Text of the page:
Mind In A Jar

A Mindfulness Project to Make at Home with Your Kids

By Written by Kristen Wright-Matthews and inspired by "Moody Cow Meditates” by Kerry Lee MacLean August 6, 2017

Are you always telling your kids to “Calm down!” or “Just breathe!”? If so, here is a fun way to teach them how to calm down when they’re upset or overwhelmed. I’ve done this as a girl’s outing in one of the many social groups I belong, but making a MIND JAR can also be fun for children. 


  • To teach children that they can calm their bodies and minds with deep breathing

Supplies needed:

  • Jars (any kind, but canning jars are perfect)
  • Water
  • Glue (for extra enforcement)
  • Glitter (solid or multi-colored)
  • Markers or paint for decorating the lid


  1. Fill the jar with water
  2. Pour in the glitter
  3. Label the jar /Decorate the lid
  4. Seal the jar (add Elmer's glue before closing)

Using the Mind Jar:

Ask your child how he or she feels when angry. They will probably give answers like sad or upset. Next, have them to shake up the jar really fast and explain to them that the glitter moving about symbolizes their emotions that are all over the place when they are upset. Have them to set the jar down and watch the glitter slowly settle in the bottom of the jar. Ask your child  to breathe as this occurs while explaining that we have the ability to calm ourselves down before acting. Instead of crying, hitting, or saying mean things, instruct them to breathe. It will feel good physically and it will not escalate a situation that could be further damaging.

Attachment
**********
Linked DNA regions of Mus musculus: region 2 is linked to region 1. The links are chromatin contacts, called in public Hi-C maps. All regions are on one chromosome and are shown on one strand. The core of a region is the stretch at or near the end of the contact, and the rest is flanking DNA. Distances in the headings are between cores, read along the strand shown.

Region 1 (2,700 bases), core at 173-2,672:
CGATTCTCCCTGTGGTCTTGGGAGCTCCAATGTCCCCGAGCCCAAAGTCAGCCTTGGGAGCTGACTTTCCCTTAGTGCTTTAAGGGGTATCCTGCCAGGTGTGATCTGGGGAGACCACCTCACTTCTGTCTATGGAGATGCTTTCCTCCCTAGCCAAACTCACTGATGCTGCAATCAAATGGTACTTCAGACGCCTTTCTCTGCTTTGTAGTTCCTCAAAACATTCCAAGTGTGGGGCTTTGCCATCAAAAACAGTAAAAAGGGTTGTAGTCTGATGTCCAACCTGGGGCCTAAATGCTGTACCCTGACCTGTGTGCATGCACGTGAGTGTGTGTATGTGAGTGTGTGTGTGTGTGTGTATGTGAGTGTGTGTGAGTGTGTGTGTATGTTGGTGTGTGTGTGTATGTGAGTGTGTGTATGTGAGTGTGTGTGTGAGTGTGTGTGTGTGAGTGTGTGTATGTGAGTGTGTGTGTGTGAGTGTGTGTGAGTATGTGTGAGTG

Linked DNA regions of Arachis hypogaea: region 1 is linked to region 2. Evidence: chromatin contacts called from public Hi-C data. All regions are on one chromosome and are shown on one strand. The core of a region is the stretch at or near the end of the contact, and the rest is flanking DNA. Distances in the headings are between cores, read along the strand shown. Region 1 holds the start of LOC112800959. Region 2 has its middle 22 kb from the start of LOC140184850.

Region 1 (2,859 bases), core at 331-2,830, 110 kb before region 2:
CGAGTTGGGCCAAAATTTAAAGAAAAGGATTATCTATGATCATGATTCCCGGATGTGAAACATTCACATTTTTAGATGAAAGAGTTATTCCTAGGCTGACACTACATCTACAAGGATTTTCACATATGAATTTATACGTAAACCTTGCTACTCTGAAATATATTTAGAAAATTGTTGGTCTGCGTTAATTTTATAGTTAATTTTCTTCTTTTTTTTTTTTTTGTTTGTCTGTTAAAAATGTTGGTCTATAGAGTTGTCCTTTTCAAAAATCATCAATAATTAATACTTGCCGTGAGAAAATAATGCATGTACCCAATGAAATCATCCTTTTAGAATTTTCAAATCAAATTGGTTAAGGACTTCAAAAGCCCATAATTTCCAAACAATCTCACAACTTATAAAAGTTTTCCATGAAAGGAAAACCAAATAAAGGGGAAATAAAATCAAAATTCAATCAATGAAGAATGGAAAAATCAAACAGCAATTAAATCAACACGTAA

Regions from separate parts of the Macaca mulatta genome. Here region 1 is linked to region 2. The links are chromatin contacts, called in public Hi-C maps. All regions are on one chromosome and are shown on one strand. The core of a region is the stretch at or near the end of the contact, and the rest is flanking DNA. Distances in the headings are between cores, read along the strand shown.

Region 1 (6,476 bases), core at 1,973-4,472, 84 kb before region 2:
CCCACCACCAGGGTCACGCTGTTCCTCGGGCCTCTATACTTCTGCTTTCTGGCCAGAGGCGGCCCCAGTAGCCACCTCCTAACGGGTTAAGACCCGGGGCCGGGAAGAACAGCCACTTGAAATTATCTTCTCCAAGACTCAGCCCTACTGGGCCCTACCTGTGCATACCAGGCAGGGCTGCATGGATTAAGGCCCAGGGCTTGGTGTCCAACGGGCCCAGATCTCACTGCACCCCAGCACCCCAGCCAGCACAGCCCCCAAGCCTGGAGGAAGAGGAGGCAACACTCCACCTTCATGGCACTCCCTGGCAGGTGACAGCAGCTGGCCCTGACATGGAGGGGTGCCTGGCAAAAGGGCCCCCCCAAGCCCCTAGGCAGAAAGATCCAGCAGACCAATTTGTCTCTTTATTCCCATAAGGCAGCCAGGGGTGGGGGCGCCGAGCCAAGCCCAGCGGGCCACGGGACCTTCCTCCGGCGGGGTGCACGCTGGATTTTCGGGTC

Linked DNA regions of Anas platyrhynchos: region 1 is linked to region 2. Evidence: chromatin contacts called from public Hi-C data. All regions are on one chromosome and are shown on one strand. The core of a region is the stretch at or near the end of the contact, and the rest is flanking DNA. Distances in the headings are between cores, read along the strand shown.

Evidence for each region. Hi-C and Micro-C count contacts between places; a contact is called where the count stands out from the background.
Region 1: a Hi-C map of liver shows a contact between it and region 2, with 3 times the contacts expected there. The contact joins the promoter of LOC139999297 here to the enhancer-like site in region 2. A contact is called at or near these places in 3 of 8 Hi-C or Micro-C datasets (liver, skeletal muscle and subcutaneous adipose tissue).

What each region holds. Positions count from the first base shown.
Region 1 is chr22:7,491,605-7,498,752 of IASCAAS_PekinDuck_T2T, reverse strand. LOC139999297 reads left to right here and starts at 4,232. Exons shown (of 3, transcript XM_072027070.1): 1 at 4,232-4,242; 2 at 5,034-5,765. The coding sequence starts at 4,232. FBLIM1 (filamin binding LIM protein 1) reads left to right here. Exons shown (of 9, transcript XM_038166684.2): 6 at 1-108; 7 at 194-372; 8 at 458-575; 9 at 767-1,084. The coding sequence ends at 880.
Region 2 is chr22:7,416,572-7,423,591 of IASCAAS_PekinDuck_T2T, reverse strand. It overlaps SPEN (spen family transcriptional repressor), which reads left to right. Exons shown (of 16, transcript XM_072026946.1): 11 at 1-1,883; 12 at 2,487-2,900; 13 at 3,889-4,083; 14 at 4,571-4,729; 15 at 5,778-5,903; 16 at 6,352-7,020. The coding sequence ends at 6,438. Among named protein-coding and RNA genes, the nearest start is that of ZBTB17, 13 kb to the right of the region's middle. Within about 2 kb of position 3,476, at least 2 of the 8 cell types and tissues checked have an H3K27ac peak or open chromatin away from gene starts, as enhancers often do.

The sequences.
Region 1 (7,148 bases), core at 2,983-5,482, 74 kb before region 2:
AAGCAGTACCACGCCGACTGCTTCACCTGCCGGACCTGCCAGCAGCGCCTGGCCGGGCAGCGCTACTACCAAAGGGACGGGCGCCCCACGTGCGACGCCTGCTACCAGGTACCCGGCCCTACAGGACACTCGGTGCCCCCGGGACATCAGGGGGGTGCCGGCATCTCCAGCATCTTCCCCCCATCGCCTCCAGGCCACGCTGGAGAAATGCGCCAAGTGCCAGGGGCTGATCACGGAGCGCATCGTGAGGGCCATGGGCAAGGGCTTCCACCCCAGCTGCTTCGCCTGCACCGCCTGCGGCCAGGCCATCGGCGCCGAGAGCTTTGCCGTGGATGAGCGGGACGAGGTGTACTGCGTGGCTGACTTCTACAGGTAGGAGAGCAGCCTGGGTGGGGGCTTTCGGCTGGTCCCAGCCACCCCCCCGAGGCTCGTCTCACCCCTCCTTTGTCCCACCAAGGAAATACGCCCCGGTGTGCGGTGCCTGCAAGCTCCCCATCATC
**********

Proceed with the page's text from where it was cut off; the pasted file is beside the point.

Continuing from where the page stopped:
What children need to know and understand is that it is human to get upset, but one should have control over their own bodies. How we respond is very important.

Making it a Practice

•    Practice deep, calming breathing at times when your kids are already calm. Shake the jars, and then breathe calmly while watching the glitter settle.
•    Keep the jars in the kitchen, or at in a special, quiet place where your kids can reach them, and they can get them if they need to use them to calm down.
•    When your children get upset, encourage them to remember this exercise {or go get their jar} ~ and this part will particularly work if you continually use the jars at times when they are NOT mad.